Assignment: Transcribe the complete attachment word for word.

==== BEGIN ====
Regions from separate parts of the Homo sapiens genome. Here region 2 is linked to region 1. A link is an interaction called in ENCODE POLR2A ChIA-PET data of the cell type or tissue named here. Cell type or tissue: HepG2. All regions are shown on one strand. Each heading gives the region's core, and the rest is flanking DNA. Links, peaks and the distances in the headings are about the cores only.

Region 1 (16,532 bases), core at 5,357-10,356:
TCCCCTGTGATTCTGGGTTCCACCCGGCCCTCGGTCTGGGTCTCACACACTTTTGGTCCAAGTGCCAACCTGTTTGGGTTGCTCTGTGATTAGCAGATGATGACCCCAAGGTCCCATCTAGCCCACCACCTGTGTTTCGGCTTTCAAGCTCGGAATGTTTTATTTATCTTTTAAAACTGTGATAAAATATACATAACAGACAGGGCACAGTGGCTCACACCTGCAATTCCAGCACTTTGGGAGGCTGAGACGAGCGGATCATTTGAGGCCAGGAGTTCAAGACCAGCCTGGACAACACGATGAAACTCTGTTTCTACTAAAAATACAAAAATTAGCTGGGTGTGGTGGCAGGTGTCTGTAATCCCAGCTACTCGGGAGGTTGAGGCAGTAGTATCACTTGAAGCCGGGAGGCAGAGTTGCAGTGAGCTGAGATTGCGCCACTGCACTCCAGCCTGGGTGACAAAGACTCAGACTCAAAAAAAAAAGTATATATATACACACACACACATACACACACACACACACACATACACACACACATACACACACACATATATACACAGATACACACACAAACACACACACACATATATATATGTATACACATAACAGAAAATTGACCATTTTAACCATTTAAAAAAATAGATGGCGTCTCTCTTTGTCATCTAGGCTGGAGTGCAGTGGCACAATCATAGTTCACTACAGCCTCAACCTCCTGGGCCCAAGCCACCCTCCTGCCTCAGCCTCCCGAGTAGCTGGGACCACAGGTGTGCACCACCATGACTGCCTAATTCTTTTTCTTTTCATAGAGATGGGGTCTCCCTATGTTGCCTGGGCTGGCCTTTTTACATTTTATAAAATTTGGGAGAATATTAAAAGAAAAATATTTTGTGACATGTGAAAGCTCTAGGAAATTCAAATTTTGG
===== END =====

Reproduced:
Regions from separate parts of the Homo sapiens genome. Here region 2 is linked to region 1. A link is an interaction called in ENCODE POLR2A ChIA-PET data of the cell type or tissue named here. Cell type or tissue: HepG2. All regions are shown on one strand. Each heading gives the region's core, and the rest is flanking DNA. Links, peaks and the distances in the headings are about the cores only.

Region 1 (16,532 bases), core at 5,357-10,356:
TCCCCTGTGATTCTGGGTTCCACCCGGCCCTCGGTCTGGGTCTCACACACTTTTGGTCCAAGTGCCAACCTGTTTGGGTTGCTCTGTGATTAGCAGATGATGACCCCAAGGTCCCATCTAGCCCACCACCTGTGTTTCGGCTTTCAAGCTCGGAATGTTTTATTTATCTTTTAAAACTGTGATAAAATATACATAACAGACAGGGCACAGTGGCTCACACCTGCAATTCCAGCACTTTGGGAGGCTGAGACGAGCGGATCATTTGAGGCCAGGAGTTCAAGACCAGCCTGGACAACACGATGAAACTCTGTTTCTACTAAAAATACAAAAATTAGCTGGGTGTGGTGGCAGGTGTCTGTAATCCCAGCTACTCGGGAGGTTGAGGCAGTAGTATCACTTGAAGCCGGGAGGCAGAGTTGCAGTGAGCTGAGATTGCGCCACTGCACTCCAGCCTGGGTGACAAAGACTCAGACTCAAAAAAAAAAGTATATATATACACACACACACATACACACACACACACACACATACACACACACATACACACACACATATATACACAGATACACACACAAACACACACACACATATATATATGTATACACATAACAGAAAATTGACCATTTTAACCATTTAAAAAAATAGATGGCGTCTCTCTTTGTCATCTAGGCTGGAGTGCAGTGGCACAATCATAGTTCACTACAGCCTCAACCTCCTGGGCCCAAGCCACCCTCCTGCCTCAGCCTCCCGAGTAGCTGGGACCACAGGTGTGCACCACCATGACTGCCTAATTCTTTTTCTTTTCATAGAGATGGGGTCTCCCTATGTTGCCTGGGCTGGCCTTTTTACATTTTATAAAATTTGGGAGAATATTAAAAGAAAAATATTTTGTGACATGTGAAAGCTCTAGGAAATTCAAATTTTGG